According to Paris Themmen, the "educated eggdicator" line was thrown in by Jack Albertson.
Gene Wilder and Roy Kinnear also ad-libbed adjusting each other's ties for the last bit of the golden goose scene.
Unintentional Period Piece: From the dated special effects to some of the slang used to the technology and pop culture depicted (with a fair amount of psychedelic surrealism thrown in) the film certainly evokes its 1971 origins. Lampshaded in the DVD Commentary, watching the psychedelic Scanimate effects during a segment of an Oompa-Loompa song:
Denise Nickerson: "C'mon, that was pretty good for 1971!"
Paris Themmen: *deadpan monotone* "I'm freakin' out."
Vindicated by Cable: The film was a failure at the box office, but has become a classic in the years since thanks to repeats on cable.
Wag the Director: Gene Wilder insisted on the disability fake out / somersault bit being included in Wonka's introduction because he had read the book, and saw Willy Wonka as something of a trickster. Mel Stuart, who had basically waived audition protocol and simply given Gene the part based on his resume, was not about to turn Gene down. Gene was also in full control of his costume, from the dimensions to the colors to the number of pockets. Read his thoughts here.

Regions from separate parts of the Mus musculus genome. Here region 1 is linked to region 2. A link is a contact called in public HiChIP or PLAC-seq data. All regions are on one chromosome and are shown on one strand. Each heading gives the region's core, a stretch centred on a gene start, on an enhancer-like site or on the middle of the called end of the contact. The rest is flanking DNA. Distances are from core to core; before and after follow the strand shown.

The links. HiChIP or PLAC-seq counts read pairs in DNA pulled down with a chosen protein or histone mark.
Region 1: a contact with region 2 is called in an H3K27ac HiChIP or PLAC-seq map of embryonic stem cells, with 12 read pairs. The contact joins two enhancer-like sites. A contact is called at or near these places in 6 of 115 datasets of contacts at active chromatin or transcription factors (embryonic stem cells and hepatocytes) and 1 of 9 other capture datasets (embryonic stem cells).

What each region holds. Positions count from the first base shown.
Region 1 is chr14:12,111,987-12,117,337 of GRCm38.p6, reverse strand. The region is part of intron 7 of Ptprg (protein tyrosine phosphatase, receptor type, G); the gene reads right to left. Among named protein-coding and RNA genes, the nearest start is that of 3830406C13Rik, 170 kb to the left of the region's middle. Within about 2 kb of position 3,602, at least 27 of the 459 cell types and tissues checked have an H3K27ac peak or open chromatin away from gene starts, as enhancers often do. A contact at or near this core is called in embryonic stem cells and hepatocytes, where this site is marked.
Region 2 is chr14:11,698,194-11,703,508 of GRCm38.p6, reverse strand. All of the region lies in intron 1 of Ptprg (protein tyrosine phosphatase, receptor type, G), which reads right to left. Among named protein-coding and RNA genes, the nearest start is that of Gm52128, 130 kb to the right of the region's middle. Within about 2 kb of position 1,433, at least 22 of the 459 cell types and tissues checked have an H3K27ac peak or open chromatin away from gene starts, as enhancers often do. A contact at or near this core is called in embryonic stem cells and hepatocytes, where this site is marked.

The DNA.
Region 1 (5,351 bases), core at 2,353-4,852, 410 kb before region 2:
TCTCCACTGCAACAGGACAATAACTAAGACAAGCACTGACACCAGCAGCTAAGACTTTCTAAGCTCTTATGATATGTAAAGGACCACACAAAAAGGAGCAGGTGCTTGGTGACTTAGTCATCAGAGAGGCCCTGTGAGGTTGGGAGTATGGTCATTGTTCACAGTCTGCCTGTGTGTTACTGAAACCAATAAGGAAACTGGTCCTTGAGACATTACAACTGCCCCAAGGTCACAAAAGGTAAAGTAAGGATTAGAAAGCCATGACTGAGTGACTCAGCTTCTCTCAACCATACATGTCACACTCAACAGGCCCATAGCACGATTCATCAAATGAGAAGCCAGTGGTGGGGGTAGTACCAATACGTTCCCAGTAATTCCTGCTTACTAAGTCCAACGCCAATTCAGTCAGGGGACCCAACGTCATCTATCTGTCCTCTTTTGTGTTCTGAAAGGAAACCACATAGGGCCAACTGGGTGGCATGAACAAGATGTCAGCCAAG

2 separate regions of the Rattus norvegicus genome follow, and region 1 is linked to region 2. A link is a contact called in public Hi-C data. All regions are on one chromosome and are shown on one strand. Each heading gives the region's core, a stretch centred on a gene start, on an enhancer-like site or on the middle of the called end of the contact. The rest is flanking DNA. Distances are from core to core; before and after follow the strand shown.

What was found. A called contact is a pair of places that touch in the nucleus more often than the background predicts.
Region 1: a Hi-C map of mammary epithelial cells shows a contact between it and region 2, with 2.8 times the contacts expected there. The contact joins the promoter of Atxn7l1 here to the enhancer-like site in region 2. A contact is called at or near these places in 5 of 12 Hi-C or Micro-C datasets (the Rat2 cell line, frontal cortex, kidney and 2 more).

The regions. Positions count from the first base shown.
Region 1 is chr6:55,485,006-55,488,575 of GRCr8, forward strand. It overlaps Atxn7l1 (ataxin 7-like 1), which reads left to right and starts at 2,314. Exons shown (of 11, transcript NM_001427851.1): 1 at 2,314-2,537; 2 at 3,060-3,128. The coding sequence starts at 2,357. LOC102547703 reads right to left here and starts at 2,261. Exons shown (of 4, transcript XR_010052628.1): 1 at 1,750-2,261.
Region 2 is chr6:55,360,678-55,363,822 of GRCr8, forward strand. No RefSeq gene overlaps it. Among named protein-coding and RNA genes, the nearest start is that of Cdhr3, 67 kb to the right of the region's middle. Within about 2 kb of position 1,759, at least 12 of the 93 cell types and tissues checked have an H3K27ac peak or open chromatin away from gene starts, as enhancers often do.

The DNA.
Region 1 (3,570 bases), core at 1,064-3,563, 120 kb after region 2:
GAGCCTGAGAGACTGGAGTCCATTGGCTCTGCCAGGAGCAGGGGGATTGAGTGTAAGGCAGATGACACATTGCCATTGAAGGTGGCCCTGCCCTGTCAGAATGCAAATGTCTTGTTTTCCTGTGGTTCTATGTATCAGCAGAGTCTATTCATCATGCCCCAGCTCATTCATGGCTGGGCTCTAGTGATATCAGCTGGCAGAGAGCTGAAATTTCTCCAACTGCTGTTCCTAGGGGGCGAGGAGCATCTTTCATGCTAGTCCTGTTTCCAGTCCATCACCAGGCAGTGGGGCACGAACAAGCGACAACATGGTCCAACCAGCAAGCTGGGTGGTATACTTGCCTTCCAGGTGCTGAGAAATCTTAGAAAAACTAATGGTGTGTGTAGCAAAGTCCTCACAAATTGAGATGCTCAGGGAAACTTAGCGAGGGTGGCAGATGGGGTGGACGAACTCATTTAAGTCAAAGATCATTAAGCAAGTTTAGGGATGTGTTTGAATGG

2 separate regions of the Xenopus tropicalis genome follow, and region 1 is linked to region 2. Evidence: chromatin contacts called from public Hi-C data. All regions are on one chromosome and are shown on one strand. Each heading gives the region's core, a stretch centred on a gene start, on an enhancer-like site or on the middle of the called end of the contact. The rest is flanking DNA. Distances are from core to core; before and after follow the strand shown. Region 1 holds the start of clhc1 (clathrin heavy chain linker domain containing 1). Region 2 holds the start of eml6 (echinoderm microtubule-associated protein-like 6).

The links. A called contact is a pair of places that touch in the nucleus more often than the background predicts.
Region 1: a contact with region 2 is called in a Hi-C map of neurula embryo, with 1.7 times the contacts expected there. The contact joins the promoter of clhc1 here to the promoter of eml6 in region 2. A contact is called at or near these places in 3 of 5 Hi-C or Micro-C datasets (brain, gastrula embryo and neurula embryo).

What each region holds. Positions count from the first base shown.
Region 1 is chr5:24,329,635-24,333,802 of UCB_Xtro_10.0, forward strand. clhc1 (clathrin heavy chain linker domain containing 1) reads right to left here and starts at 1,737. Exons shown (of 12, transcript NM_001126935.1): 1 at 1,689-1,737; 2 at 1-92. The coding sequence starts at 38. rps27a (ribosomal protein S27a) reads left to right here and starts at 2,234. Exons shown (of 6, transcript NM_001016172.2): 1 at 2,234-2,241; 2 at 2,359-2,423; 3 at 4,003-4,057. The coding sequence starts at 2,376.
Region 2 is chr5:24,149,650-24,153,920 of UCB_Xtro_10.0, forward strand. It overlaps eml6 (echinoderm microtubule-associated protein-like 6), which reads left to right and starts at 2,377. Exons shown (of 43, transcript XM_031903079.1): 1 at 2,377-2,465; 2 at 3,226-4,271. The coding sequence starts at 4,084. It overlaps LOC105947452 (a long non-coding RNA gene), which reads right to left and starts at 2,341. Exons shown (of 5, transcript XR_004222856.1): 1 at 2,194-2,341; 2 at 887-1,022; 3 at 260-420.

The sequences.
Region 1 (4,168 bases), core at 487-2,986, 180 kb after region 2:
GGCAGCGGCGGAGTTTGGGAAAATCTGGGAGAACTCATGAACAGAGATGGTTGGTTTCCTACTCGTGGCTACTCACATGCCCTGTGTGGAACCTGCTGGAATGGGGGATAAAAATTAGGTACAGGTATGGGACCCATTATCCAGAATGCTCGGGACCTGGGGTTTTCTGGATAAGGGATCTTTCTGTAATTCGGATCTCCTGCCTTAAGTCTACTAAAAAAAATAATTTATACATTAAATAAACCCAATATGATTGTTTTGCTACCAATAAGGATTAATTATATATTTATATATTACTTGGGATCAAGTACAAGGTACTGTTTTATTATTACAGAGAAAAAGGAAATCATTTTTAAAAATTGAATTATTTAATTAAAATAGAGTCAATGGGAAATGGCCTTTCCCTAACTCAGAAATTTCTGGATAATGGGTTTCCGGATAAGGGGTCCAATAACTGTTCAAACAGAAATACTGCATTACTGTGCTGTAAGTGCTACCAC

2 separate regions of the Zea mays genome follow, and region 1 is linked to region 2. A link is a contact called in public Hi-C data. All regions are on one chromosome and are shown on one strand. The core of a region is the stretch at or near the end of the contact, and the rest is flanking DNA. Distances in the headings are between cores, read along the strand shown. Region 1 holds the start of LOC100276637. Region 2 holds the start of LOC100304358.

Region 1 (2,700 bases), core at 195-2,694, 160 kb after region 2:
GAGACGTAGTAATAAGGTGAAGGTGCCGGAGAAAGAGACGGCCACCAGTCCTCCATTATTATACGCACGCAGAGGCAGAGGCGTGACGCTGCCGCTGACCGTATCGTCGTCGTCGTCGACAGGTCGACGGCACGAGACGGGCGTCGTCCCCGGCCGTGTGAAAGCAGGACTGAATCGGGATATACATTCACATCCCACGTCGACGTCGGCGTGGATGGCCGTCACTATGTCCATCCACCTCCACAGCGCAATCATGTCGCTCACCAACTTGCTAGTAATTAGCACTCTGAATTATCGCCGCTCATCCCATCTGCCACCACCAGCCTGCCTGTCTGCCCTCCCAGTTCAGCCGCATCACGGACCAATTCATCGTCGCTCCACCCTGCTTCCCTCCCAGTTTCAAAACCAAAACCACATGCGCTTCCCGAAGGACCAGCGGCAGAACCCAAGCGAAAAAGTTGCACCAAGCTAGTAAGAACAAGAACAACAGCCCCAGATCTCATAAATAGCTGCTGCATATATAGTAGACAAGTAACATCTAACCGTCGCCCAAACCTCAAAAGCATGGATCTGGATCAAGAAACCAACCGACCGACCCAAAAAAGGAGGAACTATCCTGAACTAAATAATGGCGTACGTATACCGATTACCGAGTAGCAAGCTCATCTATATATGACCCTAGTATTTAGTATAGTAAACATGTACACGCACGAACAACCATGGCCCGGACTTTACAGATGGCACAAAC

Jean Stapleton was offered the role of Mike Teevee's mother at the same time she was also being offered the role of Edith Bunker. Even the director, who begged her to be in the movie, later admitted that she made the right choice.
Fred Astaire was interested in playing Willy Wonka, but was ruled out as being too old.
Joel Grey was also considered for the Wonka role. While he was a good match for the character's description in the novel, the filmmakers didn't think he would have the larger-than-life, commanding presence the character requires on screen, since he wasn't much taller than the kids would be.
The songwriters wanted Sammy Davis, Jr. to play Bill the candy shop owner, but director Mel Stuart felt that Stunt Casting the role would be too distracting for the audience and hurt the distinction between the real world the first half of the film takes place in and the unreal world of the factory. He nixed the idea of having "I've Got a Golden Ticket" become a Crowd Song for similar reasons.
The entirety of Monty Python expressed interest in playing Willy Wonka, but they were all rejected because they weren't very well-known outside of the UK.
Roald Dahl reportedly wanted Spike Milligan to play the part of Willy Wonka. The fact that Milligan was not cast as Wonka was allegedly one of the reasons Dahl refused to allow Charlie And The Great Glass Elevator to be made into a movie, even writing that decision into his will. (Dahl also would have been happy with Peter Sellers, but Milligan was his first choice.)